IDEAS home Printed from https://ideas.repec.org/a/taf/femeco/v13y2007i3-4p93-124.html
   My bibliography  Save this article

Women's market work and household status in rural China: Evidence from Jiangsu and Shandong in the late 1990s

Author

Listed:
  • Fiona MacPhail
  • Xiao-yuan Dong

Abstract

This paper addresses the question, “does market work improve women's household status in rural China?” using survey data of men and women working in Township and Village Enterprises in rural Jiangsu and Shandong. This paper measures household status by domestic labor time, responsibility for domestic tasks, and household decision-making control. It finds that women have lower household status than men, using these three indicators. Based upon regression results, this paper concludes that for women market wages reduce domestic work time and responsibility for domestic tasks but market hours do not. The nature of bargaining warrants further research since the evidence that financial resources contribute to increased household decision-making control is mixed. Should employment opportunities for women increase with China's membership in the WTO, improvements in women's household status will depend upon their wages and the gender wage gap.

Suggested Citation

  • Fiona MacPhail & Xiao-yuan Dong, 2007. "Women's market work and household status in rural China: Evidence from Jiangsu and Shandong in the late 1990s," Feminist Economics, Taylor & Francis Journals, vol. 13(3-4), pages 93-124.
  • Handle: RePEc:taf:femeco:v:13:y:2007:i:3-4:p:93-124
    DOI: 10.1080/13545700701439457
    as

    Download full text from publisher

    File URL: http://www.tandfonline.com/doi/abs/10.1080/13545700701439457
    Download Restriction: Access to full text is restricted to subscribers.

    As the access to this document is restricted, you may want to search for a different version of it.

    Citations

    Citations are extracted by the CitEc Project, subscribe to its RSS feed for this item.
    as


    Cited by:

    1. Gunseli Berik & Ebru Kongar, 2011. "Time Use of Mothers and Fathers in Hard Times and Better Times: The US Business Cycle of 2003-10," Economics Working Paper Archive wp_696, Levy Economics Institute.
    2. Günseli Berik & Ebru Kongar, 2011. "Time Use of Mothers and Fathers in Hard Times and Better Times: the U.S. Business Cycle of 2003-2010," Working Paper Series, Department of Economics, University of Utah 2011_16, University of Utah, Department of Economics.
    3. Irene van Staveren, 2013. "How gendered institutions constrain women’s empowerment," Chapters,in: Handbook of Research on Gender and Economic Life, chapter 10, pages 150-166 Edward Elgar Publishing.
    4. Mabsout, Ramzi & van Staveren, Irene, 2010. "Disentangling Bargaining Power from Individual and Household Level to Institutions: Evidence on Women's Position in Ethiopia," World Development, Elsevier, vol. 38(5), pages 783-796, May.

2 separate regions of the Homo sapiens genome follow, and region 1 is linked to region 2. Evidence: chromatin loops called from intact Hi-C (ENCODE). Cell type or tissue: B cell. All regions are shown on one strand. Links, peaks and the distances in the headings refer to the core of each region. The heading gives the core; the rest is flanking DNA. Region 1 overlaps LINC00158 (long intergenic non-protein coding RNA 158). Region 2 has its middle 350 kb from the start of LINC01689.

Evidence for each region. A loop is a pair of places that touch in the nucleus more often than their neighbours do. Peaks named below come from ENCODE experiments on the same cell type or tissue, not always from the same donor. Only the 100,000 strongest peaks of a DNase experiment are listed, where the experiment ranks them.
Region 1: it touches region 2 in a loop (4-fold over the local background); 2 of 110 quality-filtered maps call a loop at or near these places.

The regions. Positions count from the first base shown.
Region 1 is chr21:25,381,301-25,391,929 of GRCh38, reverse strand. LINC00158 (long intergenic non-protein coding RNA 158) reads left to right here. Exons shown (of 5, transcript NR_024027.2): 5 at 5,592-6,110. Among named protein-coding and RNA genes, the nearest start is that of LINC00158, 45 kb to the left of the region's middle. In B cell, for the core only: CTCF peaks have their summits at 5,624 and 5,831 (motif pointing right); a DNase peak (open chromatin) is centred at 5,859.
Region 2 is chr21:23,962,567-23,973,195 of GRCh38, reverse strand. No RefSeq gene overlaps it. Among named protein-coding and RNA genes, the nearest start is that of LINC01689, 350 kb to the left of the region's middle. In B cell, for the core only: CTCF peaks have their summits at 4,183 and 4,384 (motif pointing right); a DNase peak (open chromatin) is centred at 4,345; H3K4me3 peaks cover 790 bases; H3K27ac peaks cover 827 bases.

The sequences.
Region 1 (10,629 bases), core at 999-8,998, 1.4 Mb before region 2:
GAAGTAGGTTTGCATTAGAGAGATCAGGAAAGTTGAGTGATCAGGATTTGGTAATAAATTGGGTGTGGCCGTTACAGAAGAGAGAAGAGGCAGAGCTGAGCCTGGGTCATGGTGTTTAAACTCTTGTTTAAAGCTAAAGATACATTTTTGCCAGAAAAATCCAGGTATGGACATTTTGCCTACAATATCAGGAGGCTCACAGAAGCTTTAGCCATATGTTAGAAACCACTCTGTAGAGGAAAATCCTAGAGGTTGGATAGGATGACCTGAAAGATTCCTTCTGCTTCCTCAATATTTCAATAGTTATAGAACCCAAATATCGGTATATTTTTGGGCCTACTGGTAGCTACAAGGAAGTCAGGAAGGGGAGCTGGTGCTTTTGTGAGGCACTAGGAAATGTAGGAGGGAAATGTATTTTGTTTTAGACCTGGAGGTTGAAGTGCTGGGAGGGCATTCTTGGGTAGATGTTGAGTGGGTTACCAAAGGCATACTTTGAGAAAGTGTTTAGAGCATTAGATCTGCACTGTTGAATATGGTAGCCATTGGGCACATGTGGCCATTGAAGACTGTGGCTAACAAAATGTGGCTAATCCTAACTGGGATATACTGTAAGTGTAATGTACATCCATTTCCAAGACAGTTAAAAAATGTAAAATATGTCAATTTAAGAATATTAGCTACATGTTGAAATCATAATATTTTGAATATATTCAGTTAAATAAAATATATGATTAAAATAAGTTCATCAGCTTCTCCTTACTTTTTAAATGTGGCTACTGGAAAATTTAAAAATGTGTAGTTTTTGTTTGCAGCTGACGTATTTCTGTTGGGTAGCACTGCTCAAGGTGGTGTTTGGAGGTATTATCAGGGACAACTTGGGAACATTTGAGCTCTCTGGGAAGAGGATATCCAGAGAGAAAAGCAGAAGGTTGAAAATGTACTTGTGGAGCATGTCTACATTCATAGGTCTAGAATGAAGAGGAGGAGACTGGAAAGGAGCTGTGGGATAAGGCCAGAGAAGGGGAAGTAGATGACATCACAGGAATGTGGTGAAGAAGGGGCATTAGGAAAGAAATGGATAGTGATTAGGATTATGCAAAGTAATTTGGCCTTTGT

More about this item

    Keywords

    Market work; China; domestic labor; gender inequality; household bargaining; women; JEL Codes: J16; J22;

    JEL classification:

    • J16 - Labor and Demographic Economics - - Demographic Economics - - - Economics of Gender; Non-labor Discrimination
    • J22 - Labor and Demographic Economics - - Demand and Supply of Labor - - - Time Allocation and Labor Supply

    Statistics

    Access and download statistics

    Corrections

    All material on this site has been provided by the respective publishers and authors. You can help correct errors and omissions. When requesting a correction, please mention this item's handle: RePEc:taf:femeco:v:13:y:2007:i:3-4:p:93-124. See general information about how to correct material in RePEc.

    For technical questions regarding this item, or to correct its authors, title, abstract, bibliographic or download information, contact: (Chris Longhurst). General contact details of provider: http://www.tandfonline.com/RFEC20 .

    If you have authored this item and are not yet registered with RePEc, we encourage you to do it here. This allows to link your profile to this item. It also allows you to accept potential citations to this item that we are uncertain about.

    We have no references for this item. You can help adding them by using this form .

    If you know of missing items citing this one, you can help us creating those links by adding the relevant references in the same way as above, for each refering item. If you are a registered author of this item, you may also want to check the "citations" tab in your RePEc Author Service profile, as there may be some citations waiting for confirmation.

    Please note that corrections may take a couple of weeks to filter through the various RePEc services.

    IDEAS is a RePEc service hosted by the Research Division of the Federal Reserve Bank of St. Louis . RePEc uses bibliographic data supplied by the respective publishers.